Courtesy Christina PattersonDo you know, I don’t think we ever talked about that as a family, and we can’t know. But a drug that you take for thirty-odd years – slightly less in her case, because she was younger when she died – and the weight gain it causes, I just can’t think that’s a healthy combination, and my understanding is that a lot of people with schizophrenia do die quite young. So I’m sure there are lots of complicated factors, but I think it must have played a part.

You’ve suffered more than your share of debilitating health issues and ineffective treatments. Are you now a convert to holistic, alternative therapies, or is grabbing a handful of drugs sometimes the only answer?

No, I’m not a convert at all. I tried so many things, and most of them were a complete waste of time and money. I’m a convert to one acupuncturist who I see when I have a flare-up of anything, but I hardly ever see her these days. I’m dreading the day she retires, because she must be probably late-60s now.

Health and healing is such a complicated area, isn’t it? But I think clearly a kind of basically healthy life, i.e. work you quite like, not living with terrible financial worry, ideally having some love in your life, having friendships, eating relatively healthily, but most of all being fundamentally fairly happy, I think those are the things that on the whole are most likely to make us healthy. And if holistic treatments, by hook or by crook, or by placebo or whatever, manage to do that then fine, I’m all for them.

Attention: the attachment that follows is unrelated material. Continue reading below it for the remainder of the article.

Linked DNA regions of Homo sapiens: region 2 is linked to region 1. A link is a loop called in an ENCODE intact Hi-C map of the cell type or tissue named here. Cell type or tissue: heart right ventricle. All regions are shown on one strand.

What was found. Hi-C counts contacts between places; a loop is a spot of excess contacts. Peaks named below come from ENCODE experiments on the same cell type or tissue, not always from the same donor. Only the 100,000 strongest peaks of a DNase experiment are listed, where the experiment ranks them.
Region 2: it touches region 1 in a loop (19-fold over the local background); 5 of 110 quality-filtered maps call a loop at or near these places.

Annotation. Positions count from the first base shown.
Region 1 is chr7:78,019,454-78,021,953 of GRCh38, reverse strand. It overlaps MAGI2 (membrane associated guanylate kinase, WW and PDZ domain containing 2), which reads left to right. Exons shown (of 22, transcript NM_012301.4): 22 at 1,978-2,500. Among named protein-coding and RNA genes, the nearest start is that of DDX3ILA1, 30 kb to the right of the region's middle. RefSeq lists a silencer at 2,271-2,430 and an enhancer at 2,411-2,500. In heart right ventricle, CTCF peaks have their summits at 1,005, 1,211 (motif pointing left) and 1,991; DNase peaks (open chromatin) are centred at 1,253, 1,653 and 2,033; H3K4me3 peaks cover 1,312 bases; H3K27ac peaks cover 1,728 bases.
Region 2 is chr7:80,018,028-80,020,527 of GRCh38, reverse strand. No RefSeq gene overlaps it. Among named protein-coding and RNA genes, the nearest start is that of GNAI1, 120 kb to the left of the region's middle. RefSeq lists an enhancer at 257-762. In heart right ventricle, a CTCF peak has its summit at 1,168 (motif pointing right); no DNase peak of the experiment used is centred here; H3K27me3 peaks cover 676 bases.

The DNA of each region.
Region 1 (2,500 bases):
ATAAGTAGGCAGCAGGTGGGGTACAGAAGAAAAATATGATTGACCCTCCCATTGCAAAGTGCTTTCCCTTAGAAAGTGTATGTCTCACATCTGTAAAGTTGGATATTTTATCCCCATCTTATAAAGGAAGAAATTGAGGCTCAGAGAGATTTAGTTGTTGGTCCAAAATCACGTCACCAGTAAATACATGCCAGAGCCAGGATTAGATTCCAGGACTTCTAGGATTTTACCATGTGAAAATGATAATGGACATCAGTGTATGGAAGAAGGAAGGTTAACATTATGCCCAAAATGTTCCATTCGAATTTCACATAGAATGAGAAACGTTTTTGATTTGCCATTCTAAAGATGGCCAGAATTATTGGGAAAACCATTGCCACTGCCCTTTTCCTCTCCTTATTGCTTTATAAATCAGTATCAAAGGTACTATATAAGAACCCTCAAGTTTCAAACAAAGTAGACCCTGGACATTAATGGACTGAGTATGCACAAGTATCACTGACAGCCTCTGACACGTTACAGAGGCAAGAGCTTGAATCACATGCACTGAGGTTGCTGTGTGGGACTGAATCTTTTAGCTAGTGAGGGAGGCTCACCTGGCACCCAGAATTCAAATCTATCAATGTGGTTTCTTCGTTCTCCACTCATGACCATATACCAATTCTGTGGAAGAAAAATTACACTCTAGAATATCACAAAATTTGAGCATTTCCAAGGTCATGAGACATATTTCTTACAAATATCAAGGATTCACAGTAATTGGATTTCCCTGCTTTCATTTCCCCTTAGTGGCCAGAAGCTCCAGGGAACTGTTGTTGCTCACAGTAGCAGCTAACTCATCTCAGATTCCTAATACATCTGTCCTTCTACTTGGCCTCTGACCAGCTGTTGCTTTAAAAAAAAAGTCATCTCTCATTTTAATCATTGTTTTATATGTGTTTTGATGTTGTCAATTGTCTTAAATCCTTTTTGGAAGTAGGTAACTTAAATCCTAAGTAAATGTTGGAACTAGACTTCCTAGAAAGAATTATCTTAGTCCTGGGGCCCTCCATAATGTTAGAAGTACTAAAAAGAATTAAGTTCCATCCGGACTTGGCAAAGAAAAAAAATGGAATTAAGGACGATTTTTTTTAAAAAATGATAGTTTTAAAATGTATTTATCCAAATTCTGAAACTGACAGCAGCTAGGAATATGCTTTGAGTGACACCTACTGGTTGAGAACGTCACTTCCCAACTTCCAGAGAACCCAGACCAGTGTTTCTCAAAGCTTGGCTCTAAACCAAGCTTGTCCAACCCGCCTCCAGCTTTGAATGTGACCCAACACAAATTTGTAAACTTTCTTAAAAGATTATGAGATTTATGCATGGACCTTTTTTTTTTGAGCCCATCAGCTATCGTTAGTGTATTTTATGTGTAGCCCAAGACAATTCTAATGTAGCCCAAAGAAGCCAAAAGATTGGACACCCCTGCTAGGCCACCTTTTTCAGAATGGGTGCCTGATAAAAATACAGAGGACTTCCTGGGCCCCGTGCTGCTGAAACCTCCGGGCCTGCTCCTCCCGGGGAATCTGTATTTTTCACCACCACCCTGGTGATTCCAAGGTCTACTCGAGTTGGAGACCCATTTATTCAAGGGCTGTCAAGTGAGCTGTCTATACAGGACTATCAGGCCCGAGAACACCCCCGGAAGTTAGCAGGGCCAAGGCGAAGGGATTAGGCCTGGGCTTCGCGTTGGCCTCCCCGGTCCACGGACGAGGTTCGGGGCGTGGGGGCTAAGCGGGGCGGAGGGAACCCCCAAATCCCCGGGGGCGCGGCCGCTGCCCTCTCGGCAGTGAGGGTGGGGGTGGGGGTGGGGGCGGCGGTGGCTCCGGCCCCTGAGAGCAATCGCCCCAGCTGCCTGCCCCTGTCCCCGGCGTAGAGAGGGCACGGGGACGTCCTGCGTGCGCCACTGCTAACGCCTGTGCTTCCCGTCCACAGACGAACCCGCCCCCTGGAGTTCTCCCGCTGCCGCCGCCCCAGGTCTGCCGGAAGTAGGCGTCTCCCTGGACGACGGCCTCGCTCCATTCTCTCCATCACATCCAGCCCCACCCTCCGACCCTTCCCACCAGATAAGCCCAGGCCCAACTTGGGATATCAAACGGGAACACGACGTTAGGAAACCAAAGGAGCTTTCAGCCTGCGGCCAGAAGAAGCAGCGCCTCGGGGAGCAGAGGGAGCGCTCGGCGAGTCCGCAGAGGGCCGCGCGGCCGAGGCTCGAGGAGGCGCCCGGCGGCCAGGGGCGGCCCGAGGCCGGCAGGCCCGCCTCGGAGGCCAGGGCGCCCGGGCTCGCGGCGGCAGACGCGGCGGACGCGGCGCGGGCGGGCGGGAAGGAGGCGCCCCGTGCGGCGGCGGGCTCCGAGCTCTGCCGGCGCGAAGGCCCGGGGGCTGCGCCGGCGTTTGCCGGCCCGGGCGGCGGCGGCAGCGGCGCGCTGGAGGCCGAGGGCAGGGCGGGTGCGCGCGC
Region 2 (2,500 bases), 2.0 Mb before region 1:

I do think we can overmedicalise a lot of things, and I genuinely think that shoving yourself full of lots of drugs is often not the best thing to do – though absolutely necessary if you have cancer or something like that. So I’m in favour of a holistic approach to health in the way I’ve just described, but I do think that an awful lot of alternative practitioners are essentially charlatans.

I found this therapist, Richard, who I write about in the book, and I will forever be grateful for what he did for me. If I hadn’t seen him, I very much doubt that I would have the stability and happiness I have in my life now.”

Your experience at Homerton for your first cancer operation was pretty dreadful. How did you prepare differently for the second operation?

The second one was at the Marsden and again I had a terrible, terrible time, but I didn’t want to go into all of that in the book. The surgeons were great, but the nursing was absolutely terrible, which is why I ended up doing a big healthcare campaign for the Independent and also for Radio 4 and various places. But one of the things I had to do to prepare, ironically, was fatten myself up, because they were taking flesh from my stomach to reconstruct a breast, and the surgeon said there wasn’t enough on me. So for the first time in my life I spent the next few weeks ploughing through five cakes a day – and amazingly, when you’re meant to do it, it’s not much fun! When you’re not meant to do it, of course, it’s absolutely wonderful. So that was the key thing I did to prepare.